ter’s thesis. A necessary component of that thesis is financial, so she is scheming ways to make growing food not just ecologically sustainable, but financially sustainable as well.

Campus connections Luckily for her, Chartwells, the campus food-service provider, appears to be making genuine efforts towards sustainability. According to Reggie Connelly, the Utah resident district manager of Chartwells, the company has agreed to purchase any and all produce harvested on the University of Utah campus at market price. “Anything,” Connelly reiterated as we stood by the garden and watched the garlic harvest. He deflected questions of Chartwells’ sincerity by stressing the benefits to his company. “Shipped food is not as fresh. It’s more costly. Then you’ve got your carbon footprint. It might be hard to believe, but it’s not all about the money. Anyway, it’s cheaper to get it right here,” he said, pointing at the Pioneer garden. Chartwells also purchases some of its produce from local farmers markets and it will soon unveil a “farmers market café” in the University’s Olpin Union dining hall. Mark Morrison, the resident hall dining director, says his squad of cooks can use everything Parvaz and her gardening groupies can bring to the kitchen. Morrison grew excited looking at the garden beds on a hot Thursday afternoon, watching a volunteer gardener mix fish emulsion in a watering pail, hearing bees buzz around the tomato plants and seeing dragonflies land on the bushy clumps of cilantro flowers. “This is all organic here. The bugs are alive, and no matter how many times you wash a vegetable out of a garden like this, you’re gonna find something that reminds you that this came from the earth. And that’s a good thing!” he said.

Seeding in limbo Parvaz and Ruff’s long-term vision for the Pioneer garden is for

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Biology Ph.D. candidate Jimmy Ruff teaches the U of U’s summer gardening course. “It’s a big dream, but I think it’s it to occupy the full acre of open gonna happen.” space directly west of the Pioneer To realize that dream, Parvaz will Theatre. Where once there was a need to continue to prove the garparking lot, there is now mostly den’s financial sustainability, which Kentucky bluegrass, save for the could mean acquiring the funds to garden’s planting beds, beanpole hire a full-time gardener. The teepees, plastic canopies and metal Pioneer garden recently benefited compost bins constrained to a small from the receipt of $2,800 from the corner of the field. school’s Sustainable Campus There’s a need for personnel Initiative Fund, which draws $2.50 growth, too, as Montague’s deparfrom each student’s tuition. That ture has left the garden at a threshmoney helped her buy more seed old. Registration for the summer for the garden, more tools, washing organic gardening class is down to buckets and fertilizer. 15 students from the 60 or 70 it Parvaz is currently examining once had. “We’re trying to make the avenues for other funding, and if move from a class-centric garden to she can bring to life her vision of a one that’s more for the community,” sustainable, four-season-harvest Ruff said. If the school approves of garden involving the participation the garden’s expansion, Ruff and of students, administrators and Parvaz envision a space where stucommunity members, she can help dents, youths and members of the the university continue to develop wider community can plant seed its local food and local purchasing and get their jeans dirty. “We want practices. ◆ to bring people to the campus, to let them use this university as the Benjamin Bombard is an itinerant writer and joursocial service that it is,” Parvaz said. nalist. Caption Join us for a rare opportunity to deepen your meditation practice in the strong container provided by the Boulder Mountain Zendo.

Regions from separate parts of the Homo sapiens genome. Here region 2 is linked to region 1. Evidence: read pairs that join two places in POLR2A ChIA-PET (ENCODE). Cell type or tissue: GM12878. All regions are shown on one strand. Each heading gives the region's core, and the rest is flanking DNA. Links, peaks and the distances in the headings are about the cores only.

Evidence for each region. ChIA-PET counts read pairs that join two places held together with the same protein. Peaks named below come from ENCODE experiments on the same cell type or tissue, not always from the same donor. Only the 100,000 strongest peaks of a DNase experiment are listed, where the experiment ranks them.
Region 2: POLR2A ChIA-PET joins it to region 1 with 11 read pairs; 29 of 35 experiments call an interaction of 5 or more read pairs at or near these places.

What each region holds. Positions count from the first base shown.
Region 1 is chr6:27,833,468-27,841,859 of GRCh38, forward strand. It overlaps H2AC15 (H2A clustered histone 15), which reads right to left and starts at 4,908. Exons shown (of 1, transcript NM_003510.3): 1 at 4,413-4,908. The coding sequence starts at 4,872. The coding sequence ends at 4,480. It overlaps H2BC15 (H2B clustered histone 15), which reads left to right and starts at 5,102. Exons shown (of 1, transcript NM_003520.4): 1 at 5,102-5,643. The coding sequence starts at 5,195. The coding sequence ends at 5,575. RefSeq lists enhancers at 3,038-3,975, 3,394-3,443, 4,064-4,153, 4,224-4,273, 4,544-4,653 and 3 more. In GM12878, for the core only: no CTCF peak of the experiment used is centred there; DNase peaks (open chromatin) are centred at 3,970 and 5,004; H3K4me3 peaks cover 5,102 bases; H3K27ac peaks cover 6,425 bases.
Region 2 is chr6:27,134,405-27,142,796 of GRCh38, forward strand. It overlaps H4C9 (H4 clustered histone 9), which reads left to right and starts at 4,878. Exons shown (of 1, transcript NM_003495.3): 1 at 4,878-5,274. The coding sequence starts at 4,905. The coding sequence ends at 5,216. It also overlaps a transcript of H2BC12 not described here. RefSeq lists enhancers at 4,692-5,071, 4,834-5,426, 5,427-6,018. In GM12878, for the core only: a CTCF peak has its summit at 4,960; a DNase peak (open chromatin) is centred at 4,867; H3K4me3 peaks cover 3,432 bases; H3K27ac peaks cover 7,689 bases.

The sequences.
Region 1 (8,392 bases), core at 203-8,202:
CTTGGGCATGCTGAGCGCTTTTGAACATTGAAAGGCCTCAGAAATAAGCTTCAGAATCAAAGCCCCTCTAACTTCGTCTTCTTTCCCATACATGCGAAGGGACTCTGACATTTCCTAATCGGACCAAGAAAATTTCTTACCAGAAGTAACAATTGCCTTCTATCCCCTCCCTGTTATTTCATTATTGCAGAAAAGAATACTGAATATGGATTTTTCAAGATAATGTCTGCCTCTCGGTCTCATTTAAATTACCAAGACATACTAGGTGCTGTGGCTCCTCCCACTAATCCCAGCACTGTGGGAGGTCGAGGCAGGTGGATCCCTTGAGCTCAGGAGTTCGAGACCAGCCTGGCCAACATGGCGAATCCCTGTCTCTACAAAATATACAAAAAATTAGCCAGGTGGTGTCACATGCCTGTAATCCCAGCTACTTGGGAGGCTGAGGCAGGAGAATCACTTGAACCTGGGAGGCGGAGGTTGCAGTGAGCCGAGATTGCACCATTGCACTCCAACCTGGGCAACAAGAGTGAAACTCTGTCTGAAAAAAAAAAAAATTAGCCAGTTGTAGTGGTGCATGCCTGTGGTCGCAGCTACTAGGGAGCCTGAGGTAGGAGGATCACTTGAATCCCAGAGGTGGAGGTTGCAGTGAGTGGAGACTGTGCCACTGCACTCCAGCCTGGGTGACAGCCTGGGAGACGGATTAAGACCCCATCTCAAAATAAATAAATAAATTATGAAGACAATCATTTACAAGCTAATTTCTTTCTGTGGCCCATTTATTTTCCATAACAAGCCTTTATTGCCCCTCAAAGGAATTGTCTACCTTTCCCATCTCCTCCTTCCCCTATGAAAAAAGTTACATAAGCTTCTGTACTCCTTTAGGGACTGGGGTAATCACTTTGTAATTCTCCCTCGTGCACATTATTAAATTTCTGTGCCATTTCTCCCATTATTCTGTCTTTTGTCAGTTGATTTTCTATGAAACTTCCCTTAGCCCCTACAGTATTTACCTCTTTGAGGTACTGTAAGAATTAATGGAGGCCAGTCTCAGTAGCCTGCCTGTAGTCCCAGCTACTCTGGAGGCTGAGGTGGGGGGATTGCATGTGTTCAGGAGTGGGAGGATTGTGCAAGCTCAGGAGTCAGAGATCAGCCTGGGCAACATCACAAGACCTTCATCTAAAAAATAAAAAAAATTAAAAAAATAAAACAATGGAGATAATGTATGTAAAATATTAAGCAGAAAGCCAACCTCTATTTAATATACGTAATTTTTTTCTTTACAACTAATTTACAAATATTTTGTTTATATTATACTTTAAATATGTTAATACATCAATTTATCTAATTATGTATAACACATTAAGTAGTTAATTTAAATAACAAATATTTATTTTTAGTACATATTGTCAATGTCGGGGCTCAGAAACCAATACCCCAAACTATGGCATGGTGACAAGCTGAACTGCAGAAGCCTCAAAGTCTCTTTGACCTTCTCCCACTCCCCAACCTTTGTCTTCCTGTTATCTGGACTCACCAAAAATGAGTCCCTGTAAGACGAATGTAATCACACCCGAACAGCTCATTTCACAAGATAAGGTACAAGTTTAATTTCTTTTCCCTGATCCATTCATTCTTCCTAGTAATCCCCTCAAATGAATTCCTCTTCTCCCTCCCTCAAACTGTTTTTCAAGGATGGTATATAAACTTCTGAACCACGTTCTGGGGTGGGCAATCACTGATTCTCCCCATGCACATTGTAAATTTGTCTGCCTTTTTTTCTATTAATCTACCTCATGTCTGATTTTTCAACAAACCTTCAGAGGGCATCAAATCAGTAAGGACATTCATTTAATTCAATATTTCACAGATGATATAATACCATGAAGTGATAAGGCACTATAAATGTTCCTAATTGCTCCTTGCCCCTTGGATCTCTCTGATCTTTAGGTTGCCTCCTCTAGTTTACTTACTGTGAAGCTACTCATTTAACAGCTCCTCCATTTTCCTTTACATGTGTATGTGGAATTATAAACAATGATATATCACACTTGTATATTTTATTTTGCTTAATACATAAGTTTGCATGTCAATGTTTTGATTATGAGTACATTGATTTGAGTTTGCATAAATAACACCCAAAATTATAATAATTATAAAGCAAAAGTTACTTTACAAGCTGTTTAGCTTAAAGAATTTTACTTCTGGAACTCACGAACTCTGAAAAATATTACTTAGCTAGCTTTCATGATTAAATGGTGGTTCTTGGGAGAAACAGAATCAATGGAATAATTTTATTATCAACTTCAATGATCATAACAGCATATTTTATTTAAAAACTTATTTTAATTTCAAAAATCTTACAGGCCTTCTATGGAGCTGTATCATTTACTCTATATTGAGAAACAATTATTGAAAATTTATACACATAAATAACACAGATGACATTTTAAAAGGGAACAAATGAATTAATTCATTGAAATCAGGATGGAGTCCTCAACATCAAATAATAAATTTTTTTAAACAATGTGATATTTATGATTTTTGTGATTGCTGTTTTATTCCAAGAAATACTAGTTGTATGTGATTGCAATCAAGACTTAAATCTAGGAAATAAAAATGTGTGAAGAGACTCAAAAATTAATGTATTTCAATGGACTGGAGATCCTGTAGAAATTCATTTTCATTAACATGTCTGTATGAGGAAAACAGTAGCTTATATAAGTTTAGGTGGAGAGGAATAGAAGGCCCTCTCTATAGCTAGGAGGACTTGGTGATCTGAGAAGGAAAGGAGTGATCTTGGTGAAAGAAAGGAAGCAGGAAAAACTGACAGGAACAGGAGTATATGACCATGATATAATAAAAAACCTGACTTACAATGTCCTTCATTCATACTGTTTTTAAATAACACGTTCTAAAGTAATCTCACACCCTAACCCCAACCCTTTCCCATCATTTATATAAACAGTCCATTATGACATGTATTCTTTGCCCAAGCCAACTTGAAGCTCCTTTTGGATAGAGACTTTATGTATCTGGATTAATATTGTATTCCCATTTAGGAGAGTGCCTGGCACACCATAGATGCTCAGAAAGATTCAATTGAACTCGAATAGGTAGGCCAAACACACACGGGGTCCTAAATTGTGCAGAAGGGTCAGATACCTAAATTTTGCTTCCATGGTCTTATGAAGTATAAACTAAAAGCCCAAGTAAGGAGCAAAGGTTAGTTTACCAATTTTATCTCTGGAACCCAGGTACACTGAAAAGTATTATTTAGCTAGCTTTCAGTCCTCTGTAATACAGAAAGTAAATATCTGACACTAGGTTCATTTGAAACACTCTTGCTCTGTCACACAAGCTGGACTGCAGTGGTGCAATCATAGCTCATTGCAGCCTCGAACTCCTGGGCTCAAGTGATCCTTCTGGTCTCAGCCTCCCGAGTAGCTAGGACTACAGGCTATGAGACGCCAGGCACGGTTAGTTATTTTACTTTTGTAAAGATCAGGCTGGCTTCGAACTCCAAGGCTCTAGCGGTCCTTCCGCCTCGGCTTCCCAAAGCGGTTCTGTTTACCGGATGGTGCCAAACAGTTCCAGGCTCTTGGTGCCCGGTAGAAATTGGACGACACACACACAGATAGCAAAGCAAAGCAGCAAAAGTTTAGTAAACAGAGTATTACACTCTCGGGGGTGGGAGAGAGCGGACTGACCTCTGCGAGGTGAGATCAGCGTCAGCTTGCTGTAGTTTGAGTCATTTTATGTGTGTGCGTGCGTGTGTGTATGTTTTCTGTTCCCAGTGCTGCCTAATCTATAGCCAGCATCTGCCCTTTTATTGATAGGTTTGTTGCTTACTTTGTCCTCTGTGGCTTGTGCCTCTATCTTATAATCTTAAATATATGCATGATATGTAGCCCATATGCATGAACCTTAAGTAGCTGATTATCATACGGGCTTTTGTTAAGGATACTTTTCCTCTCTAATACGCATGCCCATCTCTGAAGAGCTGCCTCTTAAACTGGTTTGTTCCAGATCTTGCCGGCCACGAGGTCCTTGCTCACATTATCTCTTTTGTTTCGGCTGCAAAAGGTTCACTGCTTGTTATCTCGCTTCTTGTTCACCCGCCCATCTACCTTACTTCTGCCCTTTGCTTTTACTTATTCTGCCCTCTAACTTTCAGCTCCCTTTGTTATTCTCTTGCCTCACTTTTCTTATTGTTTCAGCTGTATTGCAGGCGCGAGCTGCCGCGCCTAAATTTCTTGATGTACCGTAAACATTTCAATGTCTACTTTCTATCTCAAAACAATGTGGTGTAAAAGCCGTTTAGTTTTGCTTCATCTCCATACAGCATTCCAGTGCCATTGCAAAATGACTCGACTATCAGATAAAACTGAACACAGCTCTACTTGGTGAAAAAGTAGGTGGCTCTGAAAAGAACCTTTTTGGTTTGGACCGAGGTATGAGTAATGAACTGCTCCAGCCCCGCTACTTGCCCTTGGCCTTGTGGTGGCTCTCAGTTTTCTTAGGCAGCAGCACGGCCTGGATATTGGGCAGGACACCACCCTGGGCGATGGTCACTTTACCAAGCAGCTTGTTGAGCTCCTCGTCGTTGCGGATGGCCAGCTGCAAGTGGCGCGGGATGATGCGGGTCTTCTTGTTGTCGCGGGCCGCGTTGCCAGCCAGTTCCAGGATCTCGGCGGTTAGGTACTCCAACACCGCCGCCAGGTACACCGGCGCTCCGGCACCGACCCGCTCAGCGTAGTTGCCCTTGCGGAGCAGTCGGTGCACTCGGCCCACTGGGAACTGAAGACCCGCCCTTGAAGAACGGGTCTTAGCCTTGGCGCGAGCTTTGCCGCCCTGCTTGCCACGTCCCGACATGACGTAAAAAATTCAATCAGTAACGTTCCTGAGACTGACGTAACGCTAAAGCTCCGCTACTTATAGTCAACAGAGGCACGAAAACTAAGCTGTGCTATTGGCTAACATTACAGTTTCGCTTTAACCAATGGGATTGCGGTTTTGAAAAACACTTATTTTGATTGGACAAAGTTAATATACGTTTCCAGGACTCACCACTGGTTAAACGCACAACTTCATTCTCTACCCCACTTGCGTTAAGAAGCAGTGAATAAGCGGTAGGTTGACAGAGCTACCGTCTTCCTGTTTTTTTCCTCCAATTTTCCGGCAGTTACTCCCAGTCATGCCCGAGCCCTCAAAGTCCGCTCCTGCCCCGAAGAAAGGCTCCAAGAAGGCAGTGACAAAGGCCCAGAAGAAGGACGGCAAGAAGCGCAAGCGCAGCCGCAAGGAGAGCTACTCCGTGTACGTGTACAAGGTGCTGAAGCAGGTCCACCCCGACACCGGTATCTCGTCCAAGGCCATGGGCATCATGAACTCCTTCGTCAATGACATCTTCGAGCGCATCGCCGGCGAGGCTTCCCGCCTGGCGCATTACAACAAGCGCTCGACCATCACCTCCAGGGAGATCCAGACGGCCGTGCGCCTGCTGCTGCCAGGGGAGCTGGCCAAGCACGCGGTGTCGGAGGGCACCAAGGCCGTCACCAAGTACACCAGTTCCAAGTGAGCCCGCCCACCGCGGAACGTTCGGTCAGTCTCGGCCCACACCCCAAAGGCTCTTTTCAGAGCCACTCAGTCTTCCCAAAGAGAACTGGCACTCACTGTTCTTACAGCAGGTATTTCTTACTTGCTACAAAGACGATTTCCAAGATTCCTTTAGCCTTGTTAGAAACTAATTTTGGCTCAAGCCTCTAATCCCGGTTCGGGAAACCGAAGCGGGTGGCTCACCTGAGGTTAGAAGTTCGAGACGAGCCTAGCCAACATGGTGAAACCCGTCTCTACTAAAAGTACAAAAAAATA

August 2010

Forget far-flung food

The Eat Local Challenge, beginning August 28, dares you to chow close to home BY TARA POELZING


cience has shown that food loses nutrients over time (and it takes time to ship food from far away); economists have shown that supporting local businesses strengthens the local economy; and our taste buds prove to us time and time again that fresh food just tastes better. Eating locally provides an opportunity to vote with our food dollars and eating habits. By taking the steps to eat locally, we can show our support for local farmers and businesses, and consume less oil as distance between farm and food is greatly reduced. We strengthen our community as individuals come together to share resources, and customers come face to face with growers, ranchers and local shopkeepers. Four years ago, Salt Lake residents Andrea and Michael Heidinger gathered together a passionate and energetic team of volunteers to encourage people to become more aware of how they eat—where our food comes from, how it is produced, and how we consume it. They organized the Salt Lake Eat Local Challenge. That year, an estimated 40 to 50 people participated. Today, Salt Lake Eat Local Challenge is still growing, with a